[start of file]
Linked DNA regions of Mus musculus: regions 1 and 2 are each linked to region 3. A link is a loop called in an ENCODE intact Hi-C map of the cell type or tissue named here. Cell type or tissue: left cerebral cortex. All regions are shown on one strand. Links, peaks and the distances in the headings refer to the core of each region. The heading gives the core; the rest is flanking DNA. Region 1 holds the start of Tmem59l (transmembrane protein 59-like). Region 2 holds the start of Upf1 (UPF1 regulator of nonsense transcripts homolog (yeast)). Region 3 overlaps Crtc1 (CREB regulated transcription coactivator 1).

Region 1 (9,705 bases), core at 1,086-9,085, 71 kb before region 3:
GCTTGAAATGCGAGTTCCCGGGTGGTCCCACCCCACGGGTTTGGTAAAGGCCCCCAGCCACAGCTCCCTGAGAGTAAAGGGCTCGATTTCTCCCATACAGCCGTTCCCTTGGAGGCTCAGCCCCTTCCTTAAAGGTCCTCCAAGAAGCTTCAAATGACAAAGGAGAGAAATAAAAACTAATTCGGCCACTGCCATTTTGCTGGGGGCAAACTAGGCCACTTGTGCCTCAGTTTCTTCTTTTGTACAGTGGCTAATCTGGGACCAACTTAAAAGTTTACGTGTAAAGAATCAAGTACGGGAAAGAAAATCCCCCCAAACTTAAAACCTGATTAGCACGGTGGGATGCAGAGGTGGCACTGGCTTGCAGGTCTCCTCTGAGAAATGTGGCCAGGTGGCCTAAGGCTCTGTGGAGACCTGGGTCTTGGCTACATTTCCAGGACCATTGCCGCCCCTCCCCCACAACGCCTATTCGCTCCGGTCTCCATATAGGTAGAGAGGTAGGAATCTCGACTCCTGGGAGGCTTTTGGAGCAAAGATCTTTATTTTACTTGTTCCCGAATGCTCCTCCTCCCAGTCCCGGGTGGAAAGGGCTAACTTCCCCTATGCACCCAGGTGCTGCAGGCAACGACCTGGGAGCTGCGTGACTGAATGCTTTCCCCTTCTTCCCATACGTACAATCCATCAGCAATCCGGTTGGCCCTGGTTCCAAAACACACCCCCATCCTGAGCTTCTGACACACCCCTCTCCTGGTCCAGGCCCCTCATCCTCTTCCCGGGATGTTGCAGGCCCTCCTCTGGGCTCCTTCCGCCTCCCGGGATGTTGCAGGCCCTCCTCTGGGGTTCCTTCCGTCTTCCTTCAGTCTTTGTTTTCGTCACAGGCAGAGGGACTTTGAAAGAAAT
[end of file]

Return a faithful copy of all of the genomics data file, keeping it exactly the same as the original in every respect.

Linked DNA regions of Mus musculus: regions 1 and 2 are each linked to region 3. A link is a loop called in an ENCODE intact Hi-C map of the cell type or tissue named here. Cell type or tissue: left cerebral cortex. All regions are shown on one strand. Links, peaks and the distances in the headings refer to the core of each region. The heading gives the core; the rest is flanking DNA. Region 1 holds the start of Tmem59l (transmembrane protein 59-like). Region 2 holds the start of Upf1 (UPF1 regulator of nonsense transcripts homolog (yeast)). Region 3 overlaps Crtc1 (CREB regulated transcription coactivator 1).

Region 1 (9,705 bases), core at 1,086-9,085, 71 kb before region 3:
GCTTGAAATGCGAGTTCCCGGGTGGTCCCACCCCACGGGTTTGGTAAAGGCCCCCAGCCACAGCTCCCTGAGAGTAAAGGGCTCGATTTCTCCCATACAGCCGTTCCCTTGGAGGCTCAGCCCCTTCCTTAAAGGTCCTCCAAGAAGCTTCAAATGACAAAGGAGAGAAATAAAAACTAATTCGGCCACTGCCATTTTGCTGGGGGCAAACTAGGCCACTTGTGCCTCAGTTTCTTCTTTTGTACAGTGGCTAATCTGGGACCAACTTAAAAGTTTACGTGTAAAGAATCAAGTACGGGAAAGAAAATCCCCCCAAACTTAAAACCTGATTAGCACGGTGGGATGCAGAGGTGGCACTGGCTTGCAGGTCTCCTCTGAGAAATGTGGCCAGGTGGCCTAAGGCTCTGTGGAGACCTGGGTCTTGGCTACATTTCCAGGACCATTGCCGCCCCTCCCCCACAACGCCTATTCGCTCCGGTCTCCATATAGGTAGAGAGGTAGGAATCTCGACTCCTGGGAGGCTTTTGGAGCAAAGATCTTTATTTTACTTGTTCCCGAATGCTCCTCCTCCCAGTCCCGGGTGGAAAGGGCTAACTTCCCCTATGCACCCAGGTGCTGCAGGCAACGACCTGGGAGCTGCGTGACTGAATGCTTTCCCCTTCTTCCCATACGTACAATCCATCAGCAATCCGGTTGGCCCTGGTTCCAAAACACACCCCCATCCTGAGCTTCTGACACACCCCTCTCCTGGTCCAGGCCCCTCATCCTCTTCCCGGGATGTTGCAGGCCCTCCTCTGGGCTCCTTCCGCCTCCCGGGATGTTGCAGGCCCTCCTCTGGGGTTCCTTCCGTCTTCCTTCAGTCTTTGTTTTCGTCACAGGCAGAGGGACTTTGAAAGAAAT